Monster of the Week hack, call for readers/playtesters

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Monster of the Week hack, call for readers/playtesters
« on: December 07, 2010, 06:25:58 PM »
I've got a minimal, but playable, version of my Monster of the Week hack now. I'd like a few people to have a look and (hopefully) playtest it as well.

It's all about monster slaying in a world pretty much like this one, but with monsters  and magic. Emphasis is on action-horror. The main inspiration comes from stuff like Supernatural and Buffy the Vampire Slayer.

If that sounds fun, drop me a PM or reply and I'll hook you up with a copy.

Re: Monster of the Week hack, call for readers/playtesters
« Reply #1 on: December 07, 2010, 09:57:32 PM »
Recently, I started watching Buffy again, from S1E1.
I'm now at S5E17.

I feel pretty primed to tackle Monster of the Week.

I can guarantee a read-through and feedback, but probably can't playtest.

Why not just post a PDF publicly?

Re: Monster of the Week hack, call for readers/playtesters
« Reply #2 on: December 07, 2010, 11:54:46 PM »
I find that just posting a pdf and asking for feedback hasn't usually worked very well for me. I hope that by making it that little bit more effort to get, and starting a conversation, there'll be more constructive comment to work with.

Joe, for sure I'll send you a copy to look at. Hopefully it will spark a few ideas for you the way your work on monsterhearts has for me.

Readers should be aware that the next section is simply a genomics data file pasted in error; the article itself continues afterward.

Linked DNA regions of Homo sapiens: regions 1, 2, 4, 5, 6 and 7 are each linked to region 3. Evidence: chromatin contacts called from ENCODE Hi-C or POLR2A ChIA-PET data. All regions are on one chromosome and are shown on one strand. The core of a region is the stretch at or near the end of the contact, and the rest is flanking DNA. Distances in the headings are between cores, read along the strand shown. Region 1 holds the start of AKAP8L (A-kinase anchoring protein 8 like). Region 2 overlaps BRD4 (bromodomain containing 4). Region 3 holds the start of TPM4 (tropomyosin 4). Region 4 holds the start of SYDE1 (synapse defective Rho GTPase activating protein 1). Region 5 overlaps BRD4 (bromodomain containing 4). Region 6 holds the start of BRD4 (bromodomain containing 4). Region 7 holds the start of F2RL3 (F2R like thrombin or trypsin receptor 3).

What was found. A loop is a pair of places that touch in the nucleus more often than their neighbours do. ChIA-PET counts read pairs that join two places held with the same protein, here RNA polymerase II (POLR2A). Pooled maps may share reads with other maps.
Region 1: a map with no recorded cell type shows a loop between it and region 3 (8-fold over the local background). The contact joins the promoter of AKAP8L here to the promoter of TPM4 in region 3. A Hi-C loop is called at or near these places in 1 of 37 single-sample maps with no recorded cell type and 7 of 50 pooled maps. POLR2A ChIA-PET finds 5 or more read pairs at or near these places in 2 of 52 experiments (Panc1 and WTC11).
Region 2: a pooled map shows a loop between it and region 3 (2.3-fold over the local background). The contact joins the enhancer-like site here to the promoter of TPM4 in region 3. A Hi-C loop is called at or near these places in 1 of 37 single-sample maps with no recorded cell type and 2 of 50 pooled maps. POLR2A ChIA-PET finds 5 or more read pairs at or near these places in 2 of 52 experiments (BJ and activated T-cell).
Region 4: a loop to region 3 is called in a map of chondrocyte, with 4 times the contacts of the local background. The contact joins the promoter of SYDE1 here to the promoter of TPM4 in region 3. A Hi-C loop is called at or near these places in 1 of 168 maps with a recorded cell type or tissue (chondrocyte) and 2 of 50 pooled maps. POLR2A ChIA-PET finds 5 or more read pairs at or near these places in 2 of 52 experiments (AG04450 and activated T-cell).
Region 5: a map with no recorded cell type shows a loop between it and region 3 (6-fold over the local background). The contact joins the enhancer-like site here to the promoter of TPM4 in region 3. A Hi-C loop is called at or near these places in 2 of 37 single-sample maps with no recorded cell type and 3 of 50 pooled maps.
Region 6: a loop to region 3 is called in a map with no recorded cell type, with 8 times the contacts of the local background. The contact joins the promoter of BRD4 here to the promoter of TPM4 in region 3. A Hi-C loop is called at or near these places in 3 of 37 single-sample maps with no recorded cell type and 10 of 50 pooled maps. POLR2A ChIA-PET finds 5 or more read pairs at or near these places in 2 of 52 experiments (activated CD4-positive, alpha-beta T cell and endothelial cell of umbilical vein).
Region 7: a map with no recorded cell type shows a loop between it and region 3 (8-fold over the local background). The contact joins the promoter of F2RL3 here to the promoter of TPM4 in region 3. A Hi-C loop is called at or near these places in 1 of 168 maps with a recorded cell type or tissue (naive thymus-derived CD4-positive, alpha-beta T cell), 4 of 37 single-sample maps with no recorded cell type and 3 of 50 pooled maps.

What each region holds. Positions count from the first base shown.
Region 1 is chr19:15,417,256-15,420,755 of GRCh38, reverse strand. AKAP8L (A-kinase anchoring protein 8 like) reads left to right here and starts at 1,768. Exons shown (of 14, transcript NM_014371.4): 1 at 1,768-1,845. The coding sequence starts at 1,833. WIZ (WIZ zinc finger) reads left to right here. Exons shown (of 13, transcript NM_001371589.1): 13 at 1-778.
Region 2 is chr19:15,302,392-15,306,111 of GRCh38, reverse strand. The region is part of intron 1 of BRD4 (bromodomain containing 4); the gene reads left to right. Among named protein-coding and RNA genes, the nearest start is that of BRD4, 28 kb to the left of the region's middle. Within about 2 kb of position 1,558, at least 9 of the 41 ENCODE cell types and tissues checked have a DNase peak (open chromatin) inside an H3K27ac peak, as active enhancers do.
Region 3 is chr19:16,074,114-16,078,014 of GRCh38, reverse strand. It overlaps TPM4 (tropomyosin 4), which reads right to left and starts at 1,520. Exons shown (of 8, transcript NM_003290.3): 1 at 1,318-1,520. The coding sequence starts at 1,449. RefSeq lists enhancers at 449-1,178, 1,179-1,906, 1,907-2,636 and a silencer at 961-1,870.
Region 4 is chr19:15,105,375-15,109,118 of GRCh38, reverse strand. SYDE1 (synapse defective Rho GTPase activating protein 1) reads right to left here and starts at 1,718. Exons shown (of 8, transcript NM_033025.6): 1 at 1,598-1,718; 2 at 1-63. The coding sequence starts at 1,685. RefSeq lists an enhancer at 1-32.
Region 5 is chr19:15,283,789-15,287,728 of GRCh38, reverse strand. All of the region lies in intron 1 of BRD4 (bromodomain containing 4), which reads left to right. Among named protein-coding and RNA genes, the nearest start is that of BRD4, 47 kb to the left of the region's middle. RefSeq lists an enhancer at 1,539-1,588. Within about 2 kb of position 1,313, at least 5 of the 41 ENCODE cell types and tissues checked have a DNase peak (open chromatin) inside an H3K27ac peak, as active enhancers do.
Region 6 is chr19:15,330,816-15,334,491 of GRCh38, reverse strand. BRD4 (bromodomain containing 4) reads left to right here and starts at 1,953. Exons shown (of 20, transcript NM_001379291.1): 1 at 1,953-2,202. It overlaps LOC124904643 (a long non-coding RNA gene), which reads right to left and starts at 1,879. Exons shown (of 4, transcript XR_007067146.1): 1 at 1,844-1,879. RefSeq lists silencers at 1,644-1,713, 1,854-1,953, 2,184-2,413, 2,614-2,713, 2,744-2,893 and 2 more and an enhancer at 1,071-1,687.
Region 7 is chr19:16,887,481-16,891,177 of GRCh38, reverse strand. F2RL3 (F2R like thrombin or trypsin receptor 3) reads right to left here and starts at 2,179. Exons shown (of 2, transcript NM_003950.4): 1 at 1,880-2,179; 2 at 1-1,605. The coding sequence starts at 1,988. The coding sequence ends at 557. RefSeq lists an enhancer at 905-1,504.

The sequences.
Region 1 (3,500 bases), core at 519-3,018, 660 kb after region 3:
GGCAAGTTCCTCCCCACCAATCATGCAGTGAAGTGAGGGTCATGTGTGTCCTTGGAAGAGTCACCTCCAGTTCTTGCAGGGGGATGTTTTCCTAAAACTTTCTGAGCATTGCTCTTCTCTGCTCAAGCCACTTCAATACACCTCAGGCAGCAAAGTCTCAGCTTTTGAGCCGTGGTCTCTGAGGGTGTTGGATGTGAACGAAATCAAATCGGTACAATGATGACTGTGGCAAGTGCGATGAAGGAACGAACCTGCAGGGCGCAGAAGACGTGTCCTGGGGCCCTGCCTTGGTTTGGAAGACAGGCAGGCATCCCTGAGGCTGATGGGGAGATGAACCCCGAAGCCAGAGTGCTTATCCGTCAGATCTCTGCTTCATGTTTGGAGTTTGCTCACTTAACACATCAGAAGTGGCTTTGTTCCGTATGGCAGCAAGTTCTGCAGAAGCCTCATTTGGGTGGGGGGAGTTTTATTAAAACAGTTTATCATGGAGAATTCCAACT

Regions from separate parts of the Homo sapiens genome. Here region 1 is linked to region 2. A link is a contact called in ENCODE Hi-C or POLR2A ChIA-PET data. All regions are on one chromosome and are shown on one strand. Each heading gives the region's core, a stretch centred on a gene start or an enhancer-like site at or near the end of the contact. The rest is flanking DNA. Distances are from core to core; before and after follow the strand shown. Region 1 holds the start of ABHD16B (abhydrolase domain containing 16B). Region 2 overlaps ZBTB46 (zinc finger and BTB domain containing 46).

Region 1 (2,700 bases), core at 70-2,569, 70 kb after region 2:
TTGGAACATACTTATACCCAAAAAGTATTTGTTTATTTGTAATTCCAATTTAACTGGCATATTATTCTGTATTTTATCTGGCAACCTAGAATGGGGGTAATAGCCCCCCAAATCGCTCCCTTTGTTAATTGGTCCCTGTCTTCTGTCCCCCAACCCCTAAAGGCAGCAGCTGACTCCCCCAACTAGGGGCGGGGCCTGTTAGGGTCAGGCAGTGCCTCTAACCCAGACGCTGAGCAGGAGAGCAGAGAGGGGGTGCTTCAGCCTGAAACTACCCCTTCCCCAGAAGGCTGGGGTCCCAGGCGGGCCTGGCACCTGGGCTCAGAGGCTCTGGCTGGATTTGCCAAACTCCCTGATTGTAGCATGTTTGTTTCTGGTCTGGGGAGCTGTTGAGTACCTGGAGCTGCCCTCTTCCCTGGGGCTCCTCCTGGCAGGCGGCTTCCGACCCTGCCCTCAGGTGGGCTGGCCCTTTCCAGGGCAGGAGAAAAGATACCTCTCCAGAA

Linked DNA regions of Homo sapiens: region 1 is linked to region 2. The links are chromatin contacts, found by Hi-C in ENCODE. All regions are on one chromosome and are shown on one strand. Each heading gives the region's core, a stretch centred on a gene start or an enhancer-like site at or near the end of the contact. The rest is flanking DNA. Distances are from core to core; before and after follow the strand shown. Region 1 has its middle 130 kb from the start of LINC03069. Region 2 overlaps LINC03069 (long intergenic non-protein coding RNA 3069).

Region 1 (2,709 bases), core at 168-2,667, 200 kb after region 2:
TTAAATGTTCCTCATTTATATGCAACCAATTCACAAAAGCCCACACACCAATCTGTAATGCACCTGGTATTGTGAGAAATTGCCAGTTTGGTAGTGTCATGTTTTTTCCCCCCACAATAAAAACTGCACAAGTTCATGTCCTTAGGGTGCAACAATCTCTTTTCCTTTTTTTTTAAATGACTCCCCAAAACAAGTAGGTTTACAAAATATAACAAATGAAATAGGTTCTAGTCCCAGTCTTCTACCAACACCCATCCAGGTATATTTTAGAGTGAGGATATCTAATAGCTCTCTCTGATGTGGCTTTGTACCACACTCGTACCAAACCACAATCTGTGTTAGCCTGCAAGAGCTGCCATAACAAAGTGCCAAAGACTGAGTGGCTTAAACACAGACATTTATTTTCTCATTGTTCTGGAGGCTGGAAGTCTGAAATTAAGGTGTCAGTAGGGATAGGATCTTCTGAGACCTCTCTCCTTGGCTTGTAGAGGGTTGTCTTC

Re: Monster of the Week hack, call for readers/playtesters
« Reply #3 on: December 08, 2010, 03:34:55 PM »
I'll take a look, dude.

Re: Monster of the Week hack, call for readers/playtesters
« Reply #4 on: December 08, 2010, 04:20:43 PM »
I'd love to look through it; I haven't watched any Supernatural, but I love Buffy and Fringe.

Re: Monster of the Week hack, call for readers/playtesters
« Reply #5 on: December 13, 2010, 01:24:02 AM »
Hey Mike,

I just had a thought. Tell me if this is cool to you:

Keeper Threats:

Troublesome Relationships

Doomed Love: Impulse - to make two people hurt
Forbidden Friendship: Impulse - to keep two people apart
Love and Hate: Impulse - to keep two people off balance
Unwilling Allies: Impulse - to keep two people together

Keeper moves for Troublesome Relationships

Keep them apart
Force them together
Introduce an obstacle
A secret is revealed
Interrupt or intervene
A message is lost or garbled
There are personal implications
...

Personal Tragedy

Wanted: Impulse - to keep someone on the move
Doomed: Impulse - to destroy all hope
Haunted: Impulse - to stop someone moving on
Special: Impulse - to keep someone isolated

Keeper moves for Personal Tragedy

Something comes back from the past
Separate them
They learn a terrible secret
They are singled out
There are personal implications
...

And maybe "Raison D'ĂȘtre" for whole teams of people. You detail these and give them countdown clocks and custom moves just like other threats.

Re: Monster of the Week hack, call for readers/playtesters
« Reply #6 on: December 13, 2010, 03:16:10 AM »
That's pretty hot, Simon. Clicks in nicely with some of my other thoughts. Will talk more before AW tomorrow.

Re: Monster of the Week hack, call for readers/playtesters